The preceding discussion plays an important role especially in flip-chip technology, because due to the small dimensions of chips, the gaps formed between the chip and the substrate after contacting are so small that they cannot be cleaned at a justifiable cost for mass production since it would not be economical.
The present invention is therefore based on the object of proposing a process of the type defined initially that will make it superfluous to subsequently clean the contact areas to remove flux residues after contacting without the need for a shielding or protective atmosphere.
This object is achieved with a process by producing elevated contact metal bumps of a flux-treated gold-tin solder material on tags of the component, by removing flux residues remaining on the surface of the component and by melting the elevated contact metal bumps and, further, by contacting the contact metal bumps with tags belonging to the substrate.
The requirement about cleaning contact areas to remove flux residues after contacting is rendered superfluous according to this invention first by the fact that flux residues are removed already from solder material treated with flux after producing elevated contact metal coatings of bumps, so the cleaning can also be performed before contacting and thus when there is good accessibility to the surface of the component intended for contacting. Secondly, the solder material is a gold-tin alloy that has adequate wettability and excellent corrosion resistance after melting the elevated contact metal coatings--even without the use of flux--simply because of the composition of the material. Therefore, a gold-tin alloy is especially suitable for contacting optical components alone or components combined with optical components.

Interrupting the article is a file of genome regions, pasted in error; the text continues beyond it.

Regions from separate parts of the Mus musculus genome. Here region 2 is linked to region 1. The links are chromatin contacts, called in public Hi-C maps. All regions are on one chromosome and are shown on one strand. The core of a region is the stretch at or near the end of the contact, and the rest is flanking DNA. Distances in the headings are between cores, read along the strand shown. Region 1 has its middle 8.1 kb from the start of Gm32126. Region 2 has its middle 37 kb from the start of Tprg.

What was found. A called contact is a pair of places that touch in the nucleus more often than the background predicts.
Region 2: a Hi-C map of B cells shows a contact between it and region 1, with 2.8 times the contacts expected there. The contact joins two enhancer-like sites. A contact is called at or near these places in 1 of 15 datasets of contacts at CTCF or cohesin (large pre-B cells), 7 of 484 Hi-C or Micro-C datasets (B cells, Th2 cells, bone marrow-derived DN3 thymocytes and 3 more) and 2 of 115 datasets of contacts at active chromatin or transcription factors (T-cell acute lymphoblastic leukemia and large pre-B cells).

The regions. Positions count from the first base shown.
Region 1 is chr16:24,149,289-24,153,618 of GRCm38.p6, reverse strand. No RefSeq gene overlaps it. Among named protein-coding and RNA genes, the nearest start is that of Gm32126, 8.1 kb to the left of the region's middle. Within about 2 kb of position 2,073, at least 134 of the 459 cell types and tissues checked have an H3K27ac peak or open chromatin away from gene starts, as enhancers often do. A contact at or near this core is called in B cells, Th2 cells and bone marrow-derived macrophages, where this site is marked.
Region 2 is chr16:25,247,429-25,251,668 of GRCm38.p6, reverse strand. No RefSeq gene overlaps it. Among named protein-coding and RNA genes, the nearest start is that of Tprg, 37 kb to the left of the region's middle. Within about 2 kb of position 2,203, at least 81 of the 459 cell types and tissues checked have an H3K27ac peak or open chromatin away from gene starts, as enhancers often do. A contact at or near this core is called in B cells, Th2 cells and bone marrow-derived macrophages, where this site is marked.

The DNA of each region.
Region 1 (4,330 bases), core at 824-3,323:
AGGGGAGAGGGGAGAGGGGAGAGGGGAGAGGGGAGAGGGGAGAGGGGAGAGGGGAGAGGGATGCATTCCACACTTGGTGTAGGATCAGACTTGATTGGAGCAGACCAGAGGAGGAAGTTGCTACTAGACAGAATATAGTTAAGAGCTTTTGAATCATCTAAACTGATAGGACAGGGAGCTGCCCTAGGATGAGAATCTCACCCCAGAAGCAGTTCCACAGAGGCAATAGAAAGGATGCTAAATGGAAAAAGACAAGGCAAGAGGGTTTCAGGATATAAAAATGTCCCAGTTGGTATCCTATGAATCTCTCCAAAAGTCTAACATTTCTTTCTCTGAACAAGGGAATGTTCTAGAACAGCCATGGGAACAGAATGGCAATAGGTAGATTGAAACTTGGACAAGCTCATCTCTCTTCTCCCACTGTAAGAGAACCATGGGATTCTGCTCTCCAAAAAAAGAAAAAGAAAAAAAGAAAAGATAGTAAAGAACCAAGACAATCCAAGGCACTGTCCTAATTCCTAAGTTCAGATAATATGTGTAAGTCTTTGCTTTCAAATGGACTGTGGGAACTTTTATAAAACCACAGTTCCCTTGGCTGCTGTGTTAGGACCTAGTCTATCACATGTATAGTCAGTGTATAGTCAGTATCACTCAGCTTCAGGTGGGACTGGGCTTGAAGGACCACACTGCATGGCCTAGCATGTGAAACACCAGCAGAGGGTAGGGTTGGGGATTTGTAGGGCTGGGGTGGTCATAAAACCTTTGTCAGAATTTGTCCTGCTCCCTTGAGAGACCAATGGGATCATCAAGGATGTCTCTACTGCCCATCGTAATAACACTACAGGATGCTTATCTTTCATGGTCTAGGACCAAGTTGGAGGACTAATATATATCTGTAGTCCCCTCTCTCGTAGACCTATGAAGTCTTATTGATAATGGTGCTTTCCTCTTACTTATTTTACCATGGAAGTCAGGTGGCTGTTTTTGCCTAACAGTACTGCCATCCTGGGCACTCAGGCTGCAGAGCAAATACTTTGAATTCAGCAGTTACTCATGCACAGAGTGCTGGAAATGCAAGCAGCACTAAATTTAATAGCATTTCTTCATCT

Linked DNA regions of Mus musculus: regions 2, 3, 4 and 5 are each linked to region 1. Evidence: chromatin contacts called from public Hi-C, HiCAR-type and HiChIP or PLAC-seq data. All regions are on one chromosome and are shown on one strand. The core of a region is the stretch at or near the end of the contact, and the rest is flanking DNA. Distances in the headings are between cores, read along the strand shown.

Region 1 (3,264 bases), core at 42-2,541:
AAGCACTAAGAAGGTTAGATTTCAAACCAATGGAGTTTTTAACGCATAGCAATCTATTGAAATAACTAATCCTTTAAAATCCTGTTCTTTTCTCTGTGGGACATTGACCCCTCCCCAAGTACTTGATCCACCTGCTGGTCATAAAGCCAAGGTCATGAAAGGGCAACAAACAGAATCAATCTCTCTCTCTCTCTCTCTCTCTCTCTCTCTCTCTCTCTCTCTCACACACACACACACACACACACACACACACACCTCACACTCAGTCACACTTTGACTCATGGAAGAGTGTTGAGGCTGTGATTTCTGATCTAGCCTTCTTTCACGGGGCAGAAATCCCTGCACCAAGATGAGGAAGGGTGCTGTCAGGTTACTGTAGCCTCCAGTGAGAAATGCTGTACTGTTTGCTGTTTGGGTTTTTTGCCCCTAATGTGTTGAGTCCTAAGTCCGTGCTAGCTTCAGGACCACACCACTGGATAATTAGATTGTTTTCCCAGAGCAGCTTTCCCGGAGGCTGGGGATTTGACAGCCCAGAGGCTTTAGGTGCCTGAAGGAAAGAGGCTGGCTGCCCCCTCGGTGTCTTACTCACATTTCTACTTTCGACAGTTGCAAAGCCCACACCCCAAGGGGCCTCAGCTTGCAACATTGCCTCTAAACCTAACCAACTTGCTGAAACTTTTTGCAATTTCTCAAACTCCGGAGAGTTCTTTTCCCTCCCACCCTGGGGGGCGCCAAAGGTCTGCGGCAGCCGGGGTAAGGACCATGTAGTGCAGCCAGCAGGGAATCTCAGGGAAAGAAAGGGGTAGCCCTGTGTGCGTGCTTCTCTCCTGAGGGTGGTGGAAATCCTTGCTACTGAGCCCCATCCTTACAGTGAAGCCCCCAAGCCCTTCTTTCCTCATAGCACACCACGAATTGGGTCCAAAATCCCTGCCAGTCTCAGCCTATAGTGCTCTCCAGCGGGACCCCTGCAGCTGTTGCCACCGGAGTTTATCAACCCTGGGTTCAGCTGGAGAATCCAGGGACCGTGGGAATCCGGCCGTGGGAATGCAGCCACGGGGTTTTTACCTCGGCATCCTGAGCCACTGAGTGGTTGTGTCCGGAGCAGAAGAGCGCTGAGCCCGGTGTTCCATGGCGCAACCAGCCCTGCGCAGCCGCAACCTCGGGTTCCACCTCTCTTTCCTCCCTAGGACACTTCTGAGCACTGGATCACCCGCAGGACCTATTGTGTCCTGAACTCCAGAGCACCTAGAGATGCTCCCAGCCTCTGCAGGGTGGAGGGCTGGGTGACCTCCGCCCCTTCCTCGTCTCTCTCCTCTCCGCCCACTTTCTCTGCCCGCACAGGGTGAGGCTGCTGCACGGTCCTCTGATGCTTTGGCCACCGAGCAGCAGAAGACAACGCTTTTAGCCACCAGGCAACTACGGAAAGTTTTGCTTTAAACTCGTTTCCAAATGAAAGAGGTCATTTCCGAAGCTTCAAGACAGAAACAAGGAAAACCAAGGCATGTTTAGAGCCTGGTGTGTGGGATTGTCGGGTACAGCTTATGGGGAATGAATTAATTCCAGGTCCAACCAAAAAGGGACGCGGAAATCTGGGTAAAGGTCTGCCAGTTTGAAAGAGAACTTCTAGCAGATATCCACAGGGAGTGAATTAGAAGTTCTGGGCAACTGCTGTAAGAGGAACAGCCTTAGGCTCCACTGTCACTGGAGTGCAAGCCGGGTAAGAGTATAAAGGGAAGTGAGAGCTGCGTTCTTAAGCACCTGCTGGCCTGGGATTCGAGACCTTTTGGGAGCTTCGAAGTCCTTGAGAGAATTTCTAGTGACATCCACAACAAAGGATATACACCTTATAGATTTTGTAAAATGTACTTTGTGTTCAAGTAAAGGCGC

Carrying out the process described above thus results in the fact that there are no flux residues in the contact areas after contacting the component on the substrate.
To produce elevated contact metal coatings, it has proven advantageous if first the flux-treated gold-tin solder material is applied to the contact face of the component and then the elevated contact metal coating is formed in a remelting operation. This procedure offers the advantage that the formation of the elevated contact metal coatings is independent of how the solder material is applied to the contact faces due to the melting operation, which produces the characteristic shape of the contact metal coating. Thus a solder paste application method or screen printing or some other known method of application can be used instead of a molten application, which already yields the characteristic meniscus shape of the elevated contact metal coating.